The Philadelphia 76ers came away from the 2012 NBA Draft with Moe Harkless and Arnett Moultrie – both in the first round. Unfortunately, they made no selections in the second round, despite owning the 45th and 54th picks. They traded the 45th pick to the Miami Heat, in the package for Arnett Moultrie, and sold the 54th pick to the Brooklyn Nets.
With the draft in the books, intriguing prospects remain – some of which the Sixers could pursue in the market of undrafted free agency.
As many of you know, the Sixers worked out a total of 35 prospects leading up to the draft – a list in which I referred to many times. Of those 35 prospects, 19 went undrafted, and all 19 should be in play for the Sixers – either to invite to training camp, or play on the Summer League affiliate in Orlando.
Make the jump for 11 guys to keep an eye on, including excerpts I wrote about them pre-draft.
Machado put up some highly impressive numbers during his senior season at Iona. He led the entire NCAA in assists per game at 9.9 and ranked fifth in the nation with a 3:1 assist-to-turnover ratio. His offensive rating of 121 and true shooting percentage of 60.5 were also impressive. Although he only attempted a modest amount (three per game), he shot 40 percent from beyond the arch.
Unfortunately, Machado is somewhat limited physically. He stands 6'2", 205 - which is perfect for a point guard - but his 6'3" wingspan is a disappointment and his lane agility test was recently clocked at 12 seconds. That's a bad time for a guard (Vucevic's was 12.02), and is usually a sign of poor lateral quickness, which leads to bad defense. He's also struggled with conditioning in the past, so it's no surprise his body fat percentage is 10.
Defensively, he leaves much to be desired.
The upside: he has the potential to be a really solid back-up point guard. He's an efficient scorer and above average at setting up his teammates. He didn't play against the greatest competition at Iona, but it's hard to ignore the monster performances he had against good programs.
Vs. Purdue: 14 points (nine shots), 11 assists, 5 rebounds, 2 turnovers
Vs. Maryland: 15 points (11 shots), 15 assists, 4 rebounds, 0 turnovers
Vs. St. Joe's: 33 points (18 shots), 10 assists, 5 rebounds, 3 turnovers, 5 steals
Vs. BYU (NCAA Tourney): 15 points (9 shots), 10 assists, 5 turnovers
Thompson has one elite skill - his three-point shooting. Everything else projects to be below average in NBA terms. That said, he has good size for the small forward position, and could serve as Jodie Meeks replacement and possibly even find his way into the Sixers starting lineup - next to Jrue Holiday and Evan Turner.He's not an ideal starter, but much like Jodie Meeks did, he could provide a much-needed three point shooter for penetrating Sixers guards to pass to.
While below average, he's not a terrible defender, and he can rebound from the small forward position.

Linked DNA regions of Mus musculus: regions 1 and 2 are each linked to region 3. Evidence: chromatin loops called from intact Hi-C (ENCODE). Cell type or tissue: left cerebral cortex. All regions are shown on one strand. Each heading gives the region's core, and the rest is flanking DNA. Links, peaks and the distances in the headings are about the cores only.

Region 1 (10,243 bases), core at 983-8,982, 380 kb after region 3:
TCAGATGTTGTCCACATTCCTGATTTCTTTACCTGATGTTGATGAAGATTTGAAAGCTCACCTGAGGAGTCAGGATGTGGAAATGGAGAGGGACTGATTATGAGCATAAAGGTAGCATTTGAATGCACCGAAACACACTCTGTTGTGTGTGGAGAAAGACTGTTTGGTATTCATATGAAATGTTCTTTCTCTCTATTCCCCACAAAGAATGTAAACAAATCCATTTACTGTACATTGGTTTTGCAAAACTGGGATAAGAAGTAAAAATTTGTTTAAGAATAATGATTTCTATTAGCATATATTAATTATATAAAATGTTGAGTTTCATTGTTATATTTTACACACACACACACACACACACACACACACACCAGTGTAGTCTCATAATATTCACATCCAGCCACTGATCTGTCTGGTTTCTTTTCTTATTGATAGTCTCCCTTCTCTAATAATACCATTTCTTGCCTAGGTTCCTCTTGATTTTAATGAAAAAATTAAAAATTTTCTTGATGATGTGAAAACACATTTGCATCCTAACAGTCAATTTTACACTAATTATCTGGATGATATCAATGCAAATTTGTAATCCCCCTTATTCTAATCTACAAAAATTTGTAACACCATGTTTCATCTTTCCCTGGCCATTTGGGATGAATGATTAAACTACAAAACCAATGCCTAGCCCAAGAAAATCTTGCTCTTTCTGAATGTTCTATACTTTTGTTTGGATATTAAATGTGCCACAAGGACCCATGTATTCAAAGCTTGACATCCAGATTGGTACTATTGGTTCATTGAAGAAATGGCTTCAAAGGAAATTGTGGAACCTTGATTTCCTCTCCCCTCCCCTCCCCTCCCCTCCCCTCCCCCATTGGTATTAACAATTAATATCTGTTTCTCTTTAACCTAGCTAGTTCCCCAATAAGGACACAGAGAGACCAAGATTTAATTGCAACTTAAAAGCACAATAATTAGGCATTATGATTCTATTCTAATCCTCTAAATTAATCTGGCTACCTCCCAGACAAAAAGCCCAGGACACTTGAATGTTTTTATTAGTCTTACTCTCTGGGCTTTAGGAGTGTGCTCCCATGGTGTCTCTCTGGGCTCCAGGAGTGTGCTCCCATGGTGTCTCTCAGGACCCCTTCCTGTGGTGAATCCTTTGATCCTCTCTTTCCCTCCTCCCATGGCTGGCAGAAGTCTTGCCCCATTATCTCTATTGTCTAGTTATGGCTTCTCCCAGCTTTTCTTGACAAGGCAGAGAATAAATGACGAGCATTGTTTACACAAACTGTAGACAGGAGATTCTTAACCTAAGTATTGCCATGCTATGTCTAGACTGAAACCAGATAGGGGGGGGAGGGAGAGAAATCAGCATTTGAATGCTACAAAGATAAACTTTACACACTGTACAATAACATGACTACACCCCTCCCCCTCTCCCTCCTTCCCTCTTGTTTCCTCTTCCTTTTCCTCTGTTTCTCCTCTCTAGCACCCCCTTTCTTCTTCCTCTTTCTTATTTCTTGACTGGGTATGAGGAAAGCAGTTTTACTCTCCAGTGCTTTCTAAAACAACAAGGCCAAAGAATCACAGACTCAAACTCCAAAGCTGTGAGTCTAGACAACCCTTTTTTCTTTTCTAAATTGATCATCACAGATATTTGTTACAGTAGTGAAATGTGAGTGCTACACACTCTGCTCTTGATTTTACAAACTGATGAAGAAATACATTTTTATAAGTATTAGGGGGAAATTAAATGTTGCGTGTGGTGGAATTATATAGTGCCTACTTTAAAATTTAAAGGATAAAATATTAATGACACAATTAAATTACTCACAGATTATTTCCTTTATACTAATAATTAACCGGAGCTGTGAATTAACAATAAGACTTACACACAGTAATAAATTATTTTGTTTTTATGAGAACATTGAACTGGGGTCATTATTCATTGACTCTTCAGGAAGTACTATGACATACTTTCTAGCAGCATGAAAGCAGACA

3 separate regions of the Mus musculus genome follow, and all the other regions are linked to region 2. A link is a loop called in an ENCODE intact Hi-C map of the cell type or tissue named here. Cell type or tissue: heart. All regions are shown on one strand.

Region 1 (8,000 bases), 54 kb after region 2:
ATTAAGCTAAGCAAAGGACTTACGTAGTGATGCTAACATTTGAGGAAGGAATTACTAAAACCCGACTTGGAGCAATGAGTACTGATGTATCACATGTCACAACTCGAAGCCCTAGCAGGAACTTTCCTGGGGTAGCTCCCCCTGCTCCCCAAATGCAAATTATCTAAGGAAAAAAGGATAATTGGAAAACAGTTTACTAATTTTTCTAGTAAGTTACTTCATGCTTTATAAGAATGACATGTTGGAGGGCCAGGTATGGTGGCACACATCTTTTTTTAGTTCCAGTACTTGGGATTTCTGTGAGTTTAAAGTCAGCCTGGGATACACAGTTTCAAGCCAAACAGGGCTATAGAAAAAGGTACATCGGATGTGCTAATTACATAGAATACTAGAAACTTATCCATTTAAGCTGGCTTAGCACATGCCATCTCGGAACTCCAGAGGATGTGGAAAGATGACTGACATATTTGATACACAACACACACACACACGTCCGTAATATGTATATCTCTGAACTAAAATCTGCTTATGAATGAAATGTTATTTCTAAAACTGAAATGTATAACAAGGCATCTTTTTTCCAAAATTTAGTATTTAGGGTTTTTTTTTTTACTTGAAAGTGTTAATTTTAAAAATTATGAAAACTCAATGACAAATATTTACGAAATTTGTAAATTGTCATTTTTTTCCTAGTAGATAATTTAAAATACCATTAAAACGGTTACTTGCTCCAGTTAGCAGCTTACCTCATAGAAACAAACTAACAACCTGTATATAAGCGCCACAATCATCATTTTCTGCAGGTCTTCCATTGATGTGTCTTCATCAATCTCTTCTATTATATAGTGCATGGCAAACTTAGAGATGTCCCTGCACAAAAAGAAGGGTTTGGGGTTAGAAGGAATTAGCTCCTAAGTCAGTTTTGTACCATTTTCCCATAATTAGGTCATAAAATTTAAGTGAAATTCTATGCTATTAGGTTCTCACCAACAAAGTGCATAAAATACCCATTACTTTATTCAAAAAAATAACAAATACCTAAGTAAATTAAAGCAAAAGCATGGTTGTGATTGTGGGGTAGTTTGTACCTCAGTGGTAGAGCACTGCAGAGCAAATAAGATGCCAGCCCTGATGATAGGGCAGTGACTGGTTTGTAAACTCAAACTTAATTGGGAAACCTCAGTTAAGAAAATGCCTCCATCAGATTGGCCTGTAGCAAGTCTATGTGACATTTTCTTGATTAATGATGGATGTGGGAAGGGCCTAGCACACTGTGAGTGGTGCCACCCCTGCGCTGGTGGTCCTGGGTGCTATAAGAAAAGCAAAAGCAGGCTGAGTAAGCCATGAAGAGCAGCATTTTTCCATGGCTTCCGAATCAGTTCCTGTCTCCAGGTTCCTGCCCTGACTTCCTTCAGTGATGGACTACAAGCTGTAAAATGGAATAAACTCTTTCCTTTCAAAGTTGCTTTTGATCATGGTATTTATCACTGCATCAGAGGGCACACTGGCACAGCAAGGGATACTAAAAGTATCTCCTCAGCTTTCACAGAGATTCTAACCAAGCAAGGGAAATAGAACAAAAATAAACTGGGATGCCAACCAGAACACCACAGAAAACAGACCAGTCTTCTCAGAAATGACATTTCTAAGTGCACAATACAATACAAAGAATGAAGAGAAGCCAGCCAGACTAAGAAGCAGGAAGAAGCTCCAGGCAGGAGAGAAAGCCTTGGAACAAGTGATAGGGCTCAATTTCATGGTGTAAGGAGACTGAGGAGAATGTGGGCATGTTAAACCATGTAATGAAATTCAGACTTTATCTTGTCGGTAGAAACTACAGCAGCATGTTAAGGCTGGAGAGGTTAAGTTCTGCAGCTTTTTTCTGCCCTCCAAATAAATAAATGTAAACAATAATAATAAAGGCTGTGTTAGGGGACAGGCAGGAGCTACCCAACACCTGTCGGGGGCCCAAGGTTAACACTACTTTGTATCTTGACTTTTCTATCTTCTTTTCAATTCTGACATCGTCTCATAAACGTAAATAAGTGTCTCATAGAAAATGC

3. Michael Eric
Eric isn't going to give you much offensively, but he's a big body who can rebound and block shots - two skills the Sixers desperately lack. I wouldn't mind taking him in the second round, although he can probably be had as an undrafted free agent.
I had the chance to cover Eric a little bit for SB Nation Philly. I feel like he was on his way to a semi-breakout season before he went down with injury. At 6'11", 240, he graduated from Can't Teach Height University, and posted damn-impressive OREB% (13.2), DREB% (27.7) and BLK% (8.0) at Temple. The Sixers were reportedly interested in him as a potential second rounder.
4. Henry Sims
Sims stands 6'11", 245, with a 7'4" wingspan, so he's a big dude. He was an inefficient scorer in college (52.3 true shooting percentage), despite his ability to get to the free throw line and convert at a relatively high rate. Because of his size, he can be an imposing presence on defense, and blocked a decent amount of shots. However; his rebounding was a disappointment at the college level, and he's somewhat limited athletically. In the NBA, he's profiles as an average interior defender, who can finish around the rim on occasion.
5. Tu Holloway
Although he's undersized, at 5'11", Holloway's 6'5" wingspan should help him compete in the NBA. Offensively, he averaged nearly 18 points per game for Xaxier. His shot selection was questionable, at times, and his jumper is streaky - especially off the dribble - but his free throw rate ranked among the best in the country. At his size, he's unlikely to have the same success in the NBA, but it's an encouraging sign that he got to the line at such a high rate.
What sets Holloway apart from most undersized guards - like Jardine, Wayns, Cheek, etc. - is, he's a pretty good defender.
He's a back-up point guard, slash emergency third, who can penetrate and defend.
6. John Shurna